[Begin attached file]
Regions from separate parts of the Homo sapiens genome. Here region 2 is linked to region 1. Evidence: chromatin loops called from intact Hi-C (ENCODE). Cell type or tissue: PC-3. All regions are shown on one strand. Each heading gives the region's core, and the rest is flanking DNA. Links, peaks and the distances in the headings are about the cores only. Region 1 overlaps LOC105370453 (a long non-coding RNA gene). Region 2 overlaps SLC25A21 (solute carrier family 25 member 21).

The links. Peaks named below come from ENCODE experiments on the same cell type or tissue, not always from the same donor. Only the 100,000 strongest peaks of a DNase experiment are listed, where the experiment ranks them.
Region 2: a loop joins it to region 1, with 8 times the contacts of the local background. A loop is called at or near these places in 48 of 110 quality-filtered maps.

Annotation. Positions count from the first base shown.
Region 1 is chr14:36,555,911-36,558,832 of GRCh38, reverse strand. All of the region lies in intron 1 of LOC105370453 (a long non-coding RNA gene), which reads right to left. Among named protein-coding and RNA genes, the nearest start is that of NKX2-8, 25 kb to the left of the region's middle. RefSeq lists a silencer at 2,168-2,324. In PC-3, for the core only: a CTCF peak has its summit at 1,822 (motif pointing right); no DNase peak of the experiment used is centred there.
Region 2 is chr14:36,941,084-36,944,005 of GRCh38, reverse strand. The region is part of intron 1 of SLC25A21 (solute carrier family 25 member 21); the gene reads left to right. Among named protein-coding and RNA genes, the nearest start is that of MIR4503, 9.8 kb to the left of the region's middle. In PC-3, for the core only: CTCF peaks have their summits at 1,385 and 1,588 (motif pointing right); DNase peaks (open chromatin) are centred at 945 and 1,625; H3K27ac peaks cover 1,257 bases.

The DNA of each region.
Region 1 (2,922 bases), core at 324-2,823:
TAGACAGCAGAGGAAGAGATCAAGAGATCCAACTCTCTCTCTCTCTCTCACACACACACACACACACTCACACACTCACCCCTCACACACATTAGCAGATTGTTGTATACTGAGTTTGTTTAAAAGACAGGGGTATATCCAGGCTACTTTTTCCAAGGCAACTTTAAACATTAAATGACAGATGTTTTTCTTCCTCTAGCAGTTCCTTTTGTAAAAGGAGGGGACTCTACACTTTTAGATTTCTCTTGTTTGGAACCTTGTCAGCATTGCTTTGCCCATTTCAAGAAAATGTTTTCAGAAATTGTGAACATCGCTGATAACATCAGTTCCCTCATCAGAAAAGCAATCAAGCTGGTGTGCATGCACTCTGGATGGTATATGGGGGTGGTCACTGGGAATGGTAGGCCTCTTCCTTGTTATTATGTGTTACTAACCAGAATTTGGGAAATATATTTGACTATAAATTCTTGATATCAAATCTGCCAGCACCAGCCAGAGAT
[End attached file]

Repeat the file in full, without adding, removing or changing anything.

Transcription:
Regions from separate parts of the Homo sapiens genome. Here region 2 is linked to region 1. Evidence: chromatin loops called from intact Hi-C (ENCODE). Cell type or tissue: PC-3. All regions are shown on one strand. Each heading gives the region's core, and the rest is flanking DNA. Links, peaks and the distances in the headings are about the cores only. Region 1 overlaps LOC105370453 (a long non-coding RNA gene). Region 2 overlaps SLC25A21 (solute carrier family 25 member 21).

The links. Peaks named below come from ENCODE experiments on the same cell type or tissue, not always from the same donor. Only the 100,000 strongest peaks of a DNase experiment are listed, where the experiment ranks them.
Region 2: a loop joins it to region 1, with 8 times the contacts of the local background. A loop is called at or near these places in 48 of 110 quality-filtered maps.

Annotation. Positions count from the first base shown.
Region 1 is chr14:36,555,911-36,558,832 of GRCh38, reverse strand. All of the region lies in intron 1 of LOC105370453 (a long non-coding RNA gene), which reads right to left. Among named protein-coding and RNA genes, the nearest start is that of NKX2-8, 25 kb to the left of the region's middle. RefSeq lists a silencer at 2,168-2,324. In PC-3, for the core only: a CTCF peak has its summit at 1,822 (motif pointing right); no DNase peak of the experiment used is centred there.
Region 2 is chr14:36,941,084-36,944,005 of GRCh38, reverse strand. The region is part of intron 1 of SLC25A21 (solute carrier family 25 member 21); the gene reads left to right. Among named protein-coding and RNA genes, the nearest start is that of MIR4503, 9.8 kb to the left of the region's middle. In PC-3, for the core only: CTCF peaks have their summits at 1,385 and 1,588 (motif pointing right); DNase peaks (open chromatin) are centred at 945 and 1,625; H3K27ac peaks cover 1,257 bases.

The DNA of each region.
Region 1 (2,922 bases), core at 324-2,823:
TAGACAGCAGAGGAAGAGATCAAGAGATCCAACTCTCTCTCTCTCTCTCACACACACACACACACACTCACACACTCACCCCTCACACACATTAGCAGATTGTTGTATACTGAGTTTGTTTAAAAGACAGGGGTATATCCAGGCTACTTTTTCCAAGGCAACTTTAAACATTAAATGACAGATGTTTTTCTTCCTCTAGCAGTTCCTTTTGTAAAAGGAGGGGACTCTACACTTTTAGATTTCTCTTGTTTGGAACCTTGTCAGCATTGCTTTGCCCATTTCAAGAAAATGTTTTCAGAAATTGTGAACATCGCTGATAACATCAGTTCCCTCATCAGAAAAGCAATCAAGCTGGTGTGCATGCACTCTGGATGGTATATGGGGGTGGTCACTGGGAATGGTAGGCCTCTTCCTTGTTATTATGTGTTACTAACCAGAATTTGGGAAATATATTTGACTATAAATTCTTGATATCAAATCTGCCAGCACCAGCCAGAGAT